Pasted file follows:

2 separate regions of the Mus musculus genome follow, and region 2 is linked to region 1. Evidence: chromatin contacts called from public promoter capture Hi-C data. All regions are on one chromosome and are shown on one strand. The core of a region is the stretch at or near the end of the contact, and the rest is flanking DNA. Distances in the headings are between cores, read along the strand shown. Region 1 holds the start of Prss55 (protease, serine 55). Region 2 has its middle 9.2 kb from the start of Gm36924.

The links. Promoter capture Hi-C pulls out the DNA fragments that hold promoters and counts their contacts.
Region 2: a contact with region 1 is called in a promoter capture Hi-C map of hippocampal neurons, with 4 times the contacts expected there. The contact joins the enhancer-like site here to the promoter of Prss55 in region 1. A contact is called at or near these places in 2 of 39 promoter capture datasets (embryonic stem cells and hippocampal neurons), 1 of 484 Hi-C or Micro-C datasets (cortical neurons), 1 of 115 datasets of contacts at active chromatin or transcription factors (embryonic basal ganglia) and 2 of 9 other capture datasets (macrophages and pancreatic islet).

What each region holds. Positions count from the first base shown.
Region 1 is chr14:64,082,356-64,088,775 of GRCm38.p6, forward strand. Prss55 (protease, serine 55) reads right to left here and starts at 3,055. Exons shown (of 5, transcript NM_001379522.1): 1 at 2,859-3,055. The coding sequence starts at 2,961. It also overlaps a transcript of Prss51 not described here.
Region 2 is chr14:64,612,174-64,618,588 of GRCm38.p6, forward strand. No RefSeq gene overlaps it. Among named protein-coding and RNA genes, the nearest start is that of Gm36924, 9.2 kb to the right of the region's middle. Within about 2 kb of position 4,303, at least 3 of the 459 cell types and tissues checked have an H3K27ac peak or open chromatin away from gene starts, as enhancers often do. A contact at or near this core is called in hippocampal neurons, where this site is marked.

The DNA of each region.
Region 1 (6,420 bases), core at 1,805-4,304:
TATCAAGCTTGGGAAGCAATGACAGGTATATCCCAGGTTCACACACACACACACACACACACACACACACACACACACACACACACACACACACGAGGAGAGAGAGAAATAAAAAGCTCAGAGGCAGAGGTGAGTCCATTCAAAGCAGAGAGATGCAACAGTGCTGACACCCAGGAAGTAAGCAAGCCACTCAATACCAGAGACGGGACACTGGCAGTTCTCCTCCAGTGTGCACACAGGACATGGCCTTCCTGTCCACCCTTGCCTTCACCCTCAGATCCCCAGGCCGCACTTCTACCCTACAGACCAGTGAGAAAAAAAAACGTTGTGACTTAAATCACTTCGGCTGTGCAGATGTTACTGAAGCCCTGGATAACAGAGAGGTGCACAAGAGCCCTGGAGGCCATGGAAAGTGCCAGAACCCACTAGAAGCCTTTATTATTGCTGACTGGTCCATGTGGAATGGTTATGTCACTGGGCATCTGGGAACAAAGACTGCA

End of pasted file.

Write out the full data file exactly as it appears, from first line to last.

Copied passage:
2 separate regions of the Mus musculus genome follow, and region 2 is linked to region 1. Evidence: chromatin contacts called from public promoter capture Hi-C data. All regions are on one chromosome and are shown on one strand. The core of a region is the stretch at or near the end of the contact, and the rest is flanking DNA. Distances in the headings are between cores, read along the strand shown. Region 1 holds the start of Prss55 (protease, serine 55). Region 2 has its middle 9.2 kb from the start of Gm36924.

The links. Promoter capture Hi-C pulls out the DNA fragments that hold promoters and counts their contacts.
Region 2: a contact with region 1 is called in a promoter capture Hi-C map of hippocampal neurons, with 4 times the contacts expected there. The contact joins the enhancer-like site here to the promoter of Prss55 in region 1. A contact is called at or near these places in 2 of 39 promoter capture datasets (embryonic stem cells and hippocampal neurons), 1 of 484 Hi-C or Micro-C datasets (cortical neurons), 1 of 115 datasets of contacts at active chromatin or transcription factors (embryonic basal ganglia) and 2 of 9 other capture datasets (macrophages and pancreatic islet).

What each region holds. Positions count from the first base shown.
Region 1 is chr14:64,082,356-64,088,775 of GRCm38.p6, forward strand. Prss55 (protease, serine 55) reads right to left here and starts at 3,055. Exons shown (of 5, transcript NM_001379522.1): 1 at 2,859-3,055. The coding sequence starts at 2,961. It also overlaps a transcript of Prss51 not described here.
Region 2 is chr14:64,612,174-64,618,588 of GRCm38.p6, forward strand. No RefSeq gene overlaps it. Among named protein-coding and RNA genes, the nearest start is that of Gm36924, 9.2 kb to the right of the region's middle. Within about 2 kb of position 4,303, at least 3 of the 459 cell types and tissues checked have an H3K27ac peak or open chromatin away from gene starts, as enhancers often do. A contact at or near this core is called in hippocampal neurons, where this site is marked.

The DNA of each region.
Region 1 (6,420 bases), core at 1,805-4,304:
TATCAAGCTTGGGAAGCAATGACAGGTATATCCCAGGTTCACACACACACACACACACACACACACACACACACACACACACACACACACACACGAGGAGAGAGAGAAATAAAAAGCTCAGAGGCAGAGGTGAGTCCATTCAAAGCAGAGAGATGCAACAGTGCTGACACCCAGGAAGTAAGCAAGCCACTCAATACCAGAGACGGGACACTGGCAGTTCTCCTCCAGTGTGCACACAGGACATGGCCTTCCTGTCCACCCTTGCCTTCACCCTCAGATCCCCAGGCCGCACTTCTACCCTACAGACCAGTGAGAAAAAAAAACGTTGTGACTTAAATCACTTCGGCTGTGCAGATGTTACTGAAGCCCTGGATAACAGAGAGGTGCACAAGAGCCCTGGAGGCCATGGAAAGTGCCAGAACCCACTAGAAGCCTTTATTATTGCTGACTGGTCCATGTGGAATGGTTATGTCACTGGGCATCTGGGAACAAAGACTGCA